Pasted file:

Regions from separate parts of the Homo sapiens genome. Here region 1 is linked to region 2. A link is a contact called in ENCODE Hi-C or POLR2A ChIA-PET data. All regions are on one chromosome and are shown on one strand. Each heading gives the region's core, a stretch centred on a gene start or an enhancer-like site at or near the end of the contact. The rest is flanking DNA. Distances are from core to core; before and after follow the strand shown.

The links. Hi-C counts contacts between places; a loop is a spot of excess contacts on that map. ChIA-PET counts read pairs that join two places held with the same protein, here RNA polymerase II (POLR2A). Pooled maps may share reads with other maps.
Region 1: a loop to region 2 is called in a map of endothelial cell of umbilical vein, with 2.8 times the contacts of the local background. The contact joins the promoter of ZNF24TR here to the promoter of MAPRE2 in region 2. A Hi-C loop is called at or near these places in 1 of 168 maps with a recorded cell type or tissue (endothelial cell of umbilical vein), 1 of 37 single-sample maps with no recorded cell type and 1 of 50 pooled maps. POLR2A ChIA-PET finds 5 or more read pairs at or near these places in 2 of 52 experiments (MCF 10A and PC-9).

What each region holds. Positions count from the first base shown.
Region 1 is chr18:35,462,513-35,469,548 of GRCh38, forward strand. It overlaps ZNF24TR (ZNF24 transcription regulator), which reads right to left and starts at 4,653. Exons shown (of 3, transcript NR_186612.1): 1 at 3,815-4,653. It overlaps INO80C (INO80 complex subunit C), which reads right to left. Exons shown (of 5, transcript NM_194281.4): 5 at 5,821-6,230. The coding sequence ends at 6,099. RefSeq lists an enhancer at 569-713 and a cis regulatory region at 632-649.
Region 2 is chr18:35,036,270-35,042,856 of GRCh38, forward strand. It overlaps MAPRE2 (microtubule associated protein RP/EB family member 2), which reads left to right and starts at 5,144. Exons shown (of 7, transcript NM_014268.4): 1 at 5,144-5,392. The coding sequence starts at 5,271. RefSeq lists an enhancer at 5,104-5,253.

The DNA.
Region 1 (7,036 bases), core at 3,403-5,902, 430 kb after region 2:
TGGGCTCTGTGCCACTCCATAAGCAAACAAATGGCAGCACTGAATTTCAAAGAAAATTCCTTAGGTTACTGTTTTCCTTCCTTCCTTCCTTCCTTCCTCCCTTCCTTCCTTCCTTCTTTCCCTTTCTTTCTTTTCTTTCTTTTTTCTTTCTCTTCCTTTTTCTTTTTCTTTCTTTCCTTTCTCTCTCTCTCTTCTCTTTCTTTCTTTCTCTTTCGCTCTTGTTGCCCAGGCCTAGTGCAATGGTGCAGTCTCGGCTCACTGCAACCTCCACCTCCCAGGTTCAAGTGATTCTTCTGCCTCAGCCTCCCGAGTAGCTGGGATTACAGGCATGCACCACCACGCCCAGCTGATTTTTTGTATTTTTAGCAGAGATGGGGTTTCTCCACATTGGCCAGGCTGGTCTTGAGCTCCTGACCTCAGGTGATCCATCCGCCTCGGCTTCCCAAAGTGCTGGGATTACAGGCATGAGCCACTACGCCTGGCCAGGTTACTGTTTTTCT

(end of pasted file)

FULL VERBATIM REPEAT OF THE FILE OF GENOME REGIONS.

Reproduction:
Regions from separate parts of the Homo sapiens genome. Here region 1 is linked to region 2. A link is a contact called in ENCODE Hi-C or POLR2A ChIA-PET data. All regions are on one chromosome and are shown on one strand. Each heading gives the region's core, a stretch centred on a gene start or an enhancer-like site at or near the end of the contact. The rest is flanking DNA. Distances are from core to core; before and after follow the strand shown.

The links. Hi-C counts contacts between places; a loop is a spot of excess contacts on that map. ChIA-PET counts read pairs that join two places held with the same protein, here RNA polymerase II (POLR2A). Pooled maps may share reads with other maps.
Region 1: a loop to region 2 is called in a map of endothelial cell of umbilical vein, with 2.8 times the contacts of the local background. The contact joins the promoter of ZNF24TR here to the promoter of MAPRE2 in region 2. A Hi-C loop is called at or near these places in 1 of 168 maps with a recorded cell type or tissue (endothelial cell of umbilical vein), 1 of 37 single-sample maps with no recorded cell type and 1 of 50 pooled maps. POLR2A ChIA-PET finds 5 or more read pairs at or near these places in 2 of 52 experiments (MCF 10A and PC-9).

What each region holds. Positions count from the first base shown.
Region 1 is chr18:35,462,513-35,469,548 of GRCh38, forward strand. It overlaps ZNF24TR (ZNF24 transcription regulator), which reads right to left and starts at 4,653. Exons shown (of 3, transcript NR_186612.1): 1 at 3,815-4,653. It overlaps INO80C (INO80 complex subunit C), which reads right to left. Exons shown (of 5, transcript NM_194281.4): 5 at 5,821-6,230. The coding sequence ends at 6,099. RefSeq lists an enhancer at 569-713 and a cis regulatory region at 632-649.
Region 2 is chr18:35,036,270-35,042,856 of GRCh38, forward strand. It overlaps MAPRE2 (microtubule associated protein RP/EB family member 2), which reads left to right and starts at 5,144. Exons shown (of 7, transcript NM_014268.4): 1 at 5,144-5,392. The coding sequence starts at 5,271. RefSeq lists an enhancer at 5,104-5,253.

The DNA.
Region 1 (7,036 bases), core at 3,403-5,902, 430 kb after region 2:
TGGGCTCTGTGCCACTCCATAAGCAAACAAATGGCAGCACTGAATTTCAAAGAAAATTCCTTAGGTTACTGTTTTCCTTCCTTCCTTCCTTCCTTCCTCCCTTCCTTCCTTCCTTCTTTCCCTTTCTTTCTTTTCTTTCTTTTTTCTTTCTCTTCCTTTTTCTTTTTCTTTCTTTCCTTTCTCTCTCTCTCTTCTCTTTCTTTCTTTCTCTTTCGCTCTTGTTGCCCAGGCCTAGTGCAATGGTGCAGTCTCGGCTCACTGCAACCTCCACCTCCCAGGTTCAAGTGATTCTTCTGCCTCAGCCTCCCGAGTAGCTGGGATTACAGGCATGCACCACCACGCCCAGCTGATTTTTTGTATTTTTAGCAGAGATGGGGTTTCTCCACATTGGCCAGGCTGGTCTTGAGCTCCTGACCTCAGGTGATCCATCCGCCTCGGCTTCCCAAAGTGCTGGGATTACAGGCATGAGCCACTACGCCTGGCCAGGTTACTGTTTTTCT